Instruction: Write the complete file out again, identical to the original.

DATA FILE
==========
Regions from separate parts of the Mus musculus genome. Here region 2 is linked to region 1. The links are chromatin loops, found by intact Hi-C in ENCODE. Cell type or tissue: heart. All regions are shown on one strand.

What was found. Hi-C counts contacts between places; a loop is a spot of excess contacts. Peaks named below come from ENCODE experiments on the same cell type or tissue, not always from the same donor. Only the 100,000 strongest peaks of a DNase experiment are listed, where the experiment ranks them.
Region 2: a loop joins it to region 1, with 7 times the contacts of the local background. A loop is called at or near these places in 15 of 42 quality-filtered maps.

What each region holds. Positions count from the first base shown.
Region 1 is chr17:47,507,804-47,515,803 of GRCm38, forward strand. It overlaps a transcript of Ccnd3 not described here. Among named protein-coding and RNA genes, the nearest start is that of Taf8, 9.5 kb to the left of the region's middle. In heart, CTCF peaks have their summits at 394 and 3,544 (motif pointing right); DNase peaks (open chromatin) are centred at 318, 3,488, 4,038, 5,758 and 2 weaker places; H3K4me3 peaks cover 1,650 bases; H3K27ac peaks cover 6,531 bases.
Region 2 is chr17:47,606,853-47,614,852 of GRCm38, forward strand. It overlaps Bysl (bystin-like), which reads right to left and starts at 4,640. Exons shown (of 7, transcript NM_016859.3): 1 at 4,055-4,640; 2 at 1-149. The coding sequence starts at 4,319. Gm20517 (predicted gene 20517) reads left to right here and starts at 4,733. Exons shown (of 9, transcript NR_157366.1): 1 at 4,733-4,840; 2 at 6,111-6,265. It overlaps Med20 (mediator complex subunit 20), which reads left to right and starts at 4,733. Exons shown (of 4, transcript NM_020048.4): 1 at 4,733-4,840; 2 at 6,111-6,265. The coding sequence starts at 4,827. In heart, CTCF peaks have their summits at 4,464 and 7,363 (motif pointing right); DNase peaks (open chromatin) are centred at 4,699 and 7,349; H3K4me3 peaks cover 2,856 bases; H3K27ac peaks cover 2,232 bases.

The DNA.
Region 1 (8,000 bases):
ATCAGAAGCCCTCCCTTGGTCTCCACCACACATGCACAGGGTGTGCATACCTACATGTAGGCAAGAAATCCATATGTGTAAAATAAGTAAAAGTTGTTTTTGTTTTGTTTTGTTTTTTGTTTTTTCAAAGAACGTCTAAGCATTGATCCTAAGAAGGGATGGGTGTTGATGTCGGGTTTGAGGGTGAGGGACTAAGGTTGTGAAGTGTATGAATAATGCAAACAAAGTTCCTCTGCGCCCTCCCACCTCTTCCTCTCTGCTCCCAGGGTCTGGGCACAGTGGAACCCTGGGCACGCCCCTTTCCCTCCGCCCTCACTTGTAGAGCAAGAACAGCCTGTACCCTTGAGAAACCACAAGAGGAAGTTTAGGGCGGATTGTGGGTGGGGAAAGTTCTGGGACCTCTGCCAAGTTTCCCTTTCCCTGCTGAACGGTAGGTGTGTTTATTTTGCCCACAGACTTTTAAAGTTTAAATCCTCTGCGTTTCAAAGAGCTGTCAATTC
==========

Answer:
Regions from separate parts of the Mus musculus genome. Here region 2 is linked to region 1. The links are chromatin loops, found by intact Hi-C in ENCODE. Cell type or tissue: heart. All regions are shown on one strand.

What was found. Hi-C counts contacts between places; a loop is a spot of excess contacts. Peaks named below come from ENCODE experiments on the same cell type or tissue, not always from the same donor. Only the 100,000 strongest peaks of a DNase experiment are listed, where the experiment ranks them.
Region 2: a loop joins it to region 1, with 7 times the contacts of the local background. A loop is called at or near these places in 15 of 42 quality-filtered maps.

What each region holds. Positions count from the first base shown.
Region 1 is chr17:47,507,804-47,515,803 of GRCm38, forward strand. It overlaps a transcript of Ccnd3 not described here. Among named protein-coding and RNA genes, the nearest start is that of Taf8, 9.5 kb to the left of the region's middle. In heart, CTCF peaks have their summits at 394 and 3,544 (motif pointing right); DNase peaks (open chromatin) are centred at 318, 3,488, 4,038, 5,758 and 2 weaker places; H3K4me3 peaks cover 1,650 bases; H3K27ac peaks cover 6,531 bases.
Region 2 is chr17:47,606,853-47,614,852 of GRCm38, forward strand. It overlaps Bysl (bystin-like), which reads right to left and starts at 4,640. Exons shown (of 7, transcript NM_016859.3): 1 at 4,055-4,640; 2 at 1-149. The coding sequence starts at 4,319. Gm20517 (predicted gene 20517) reads left to right here and starts at 4,733. Exons shown (of 9, transcript NR_157366.1): 1 at 4,733-4,840; 2 at 6,111-6,265. It overlaps Med20 (mediator complex subunit 20), which reads left to right and starts at 4,733. Exons shown (of 4, transcript NM_020048.4): 1 at 4,733-4,840; 2 at 6,111-6,265. The coding sequence starts at 4,827. In heart, CTCF peaks have their summits at 4,464 and 7,363 (motif pointing right); DNase peaks (open chromatin) are centred at 4,699 and 7,349; H3K4me3 peaks cover 2,856 bases; H3K27ac peaks cover 2,232 bases.

The DNA.
Region 1 (8,000 bases):
ATCAGAAGCCCTCCCTTGGTCTCCACCACACATGCACAGGGTGTGCATACCTACATGTAGGCAAGAAATCCATATGTGTAAAATAAGTAAAAGTTGTTTTTGTTTTGTTTTGTTTTTTGTTTTTTCAAAGAACGTCTAAGCATTGATCCTAAGAAGGGATGGGTGTTGATGTCGGGTTTGAGGGTGAGGGACTAAGGTTGTGAAGTGTATGAATAATGCAAACAAAGTTCCTCTGCGCCCTCCCACCTCTTCCTCTCTGCTCCCAGGGTCTGGGCACAGTGGAACCCTGGGCACGCCCCTTTCCCTCCGCCCTCACTTGTAGAGCAAGAACAGCCTGTACCCTTGAGAAACCACAAGAGGAAGTTTAGGGCGGATTGTGGGTGGGGAAAGTTCTGGGACCTCTGCCAAGTTTCCCTTTCCCTGCTGAACGGTAGGTGTGTTTATTTTGCCCACAGACTTTTAAAGTTTAAATCCTCTGCGTTTCAAAGAGCTGTCAATTC